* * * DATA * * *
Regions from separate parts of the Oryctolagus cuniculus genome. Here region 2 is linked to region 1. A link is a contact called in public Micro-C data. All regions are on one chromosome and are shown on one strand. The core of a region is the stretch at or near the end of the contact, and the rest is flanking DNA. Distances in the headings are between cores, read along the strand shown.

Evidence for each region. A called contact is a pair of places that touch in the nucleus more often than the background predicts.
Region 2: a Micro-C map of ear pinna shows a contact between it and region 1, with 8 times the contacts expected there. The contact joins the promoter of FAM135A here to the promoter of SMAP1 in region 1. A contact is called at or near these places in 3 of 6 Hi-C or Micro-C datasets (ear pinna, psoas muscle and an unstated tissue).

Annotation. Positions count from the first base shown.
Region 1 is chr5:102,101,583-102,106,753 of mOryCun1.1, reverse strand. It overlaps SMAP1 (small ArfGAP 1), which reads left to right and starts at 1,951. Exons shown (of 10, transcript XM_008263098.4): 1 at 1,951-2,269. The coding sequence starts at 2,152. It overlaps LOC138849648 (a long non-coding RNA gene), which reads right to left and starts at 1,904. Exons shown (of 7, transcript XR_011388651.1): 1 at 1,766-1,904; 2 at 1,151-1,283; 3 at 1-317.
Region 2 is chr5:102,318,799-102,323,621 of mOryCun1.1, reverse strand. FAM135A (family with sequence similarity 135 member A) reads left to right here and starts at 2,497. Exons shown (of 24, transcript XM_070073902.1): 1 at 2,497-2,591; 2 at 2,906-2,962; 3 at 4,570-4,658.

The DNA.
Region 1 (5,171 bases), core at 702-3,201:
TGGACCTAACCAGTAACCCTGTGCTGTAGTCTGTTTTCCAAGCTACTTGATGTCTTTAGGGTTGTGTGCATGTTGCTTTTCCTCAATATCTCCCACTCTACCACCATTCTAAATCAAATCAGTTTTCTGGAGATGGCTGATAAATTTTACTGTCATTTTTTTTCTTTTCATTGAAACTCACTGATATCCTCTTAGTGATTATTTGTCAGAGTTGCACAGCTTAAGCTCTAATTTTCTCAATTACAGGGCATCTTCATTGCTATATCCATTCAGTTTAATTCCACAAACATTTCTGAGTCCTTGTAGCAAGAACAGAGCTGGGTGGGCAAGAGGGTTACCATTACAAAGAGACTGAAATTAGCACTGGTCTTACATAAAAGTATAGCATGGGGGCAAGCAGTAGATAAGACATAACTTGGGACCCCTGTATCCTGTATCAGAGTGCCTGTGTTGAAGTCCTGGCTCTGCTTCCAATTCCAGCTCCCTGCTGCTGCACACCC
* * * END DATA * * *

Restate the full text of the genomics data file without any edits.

Regions from separate parts of the Oryctolagus cuniculus genome. Here region 2 is linked to region 1. A link is a contact called in public Micro-C data. All regions are on one chromosome and are shown on one strand. The core of a region is the stretch at or near the end of the contact, and the rest is flanking DNA. Distances in the headings are between cores, read along the strand shown.

Evidence for each region. A called contact is a pair of places that touch in the nucleus more often than the background predicts.
Region 2: a Micro-C map of ear pinna shows a contact between it and region 1, with 8 times the contacts expected there. The contact joins the promoter of FAM135A here to the promoter of SMAP1 in region 1. A contact is called at or near these places in 3 of 6 Hi-C or Micro-C datasets (ear pinna, psoas muscle and an unstated tissue).

Annotation. Positions count from the first base shown.
Region 1 is chr5:102,101,583-102,106,753 of mOryCun1.1, reverse strand. It overlaps SMAP1 (small ArfGAP 1), which reads left to right and starts at 1,951. Exons shown (of 10, transcript XM_008263098.4): 1 at 1,951-2,269. The coding sequence starts at 2,152. It overlaps LOC138849648 (a long non-coding RNA gene), which reads right to left and starts at 1,904. Exons shown (of 7, transcript XR_011388651.1): 1 at 1,766-1,904; 2 at 1,151-1,283; 3 at 1-317.
Region 2 is chr5:102,318,799-102,323,621 of mOryCun1.1, reverse strand. FAM135A (family with sequence similarity 135 member A) reads left to right here and starts at 2,497. Exons shown (of 24, transcript XM_070073902.1): 1 at 2,497-2,591; 2 at 2,906-2,962; 3 at 4,570-4,658.

The DNA.
Region 1 (5,171 bases), core at 702-3,201:
TGGACCTAACCAGTAACCCTGTGCTGTAGTCTGTTTTCCAAGCTACTTGATGTCTTTAGGGTTGTGTGCATGTTGCTTTTCCTCAATATCTCCCACTCTACCACCATTCTAAATCAAATCAGTTTTCTGGAGATGGCTGATAAATTTTACTGTCATTTTTTTTCTTTTCATTGAAACTCACTGATATCCTCTTAGTGATTATTTGTCAGAGTTGCACAGCTTAAGCTCTAATTTTCTCAATTACAGGGCATCTTCATTGCTATATCCATTCAGTTTAATTCCACAAACATTTCTGAGTCCTTGTAGCAAGAACAGAGCTGGGTGGGCAAGAGGGTTACCATTACAAAGAGACTGAAATTAGCACTGGTCTTACATAAAAGTATAGCATGGGGGCAAGCAGTAGATAAGACATAACTTGGGACCCCTGTATCCTGTATCAGAGTGCCTGTGTTGAAGTCCTGGCTCTGCTTCCAATTCCAGCTCCCTGCTGCTGCACACCC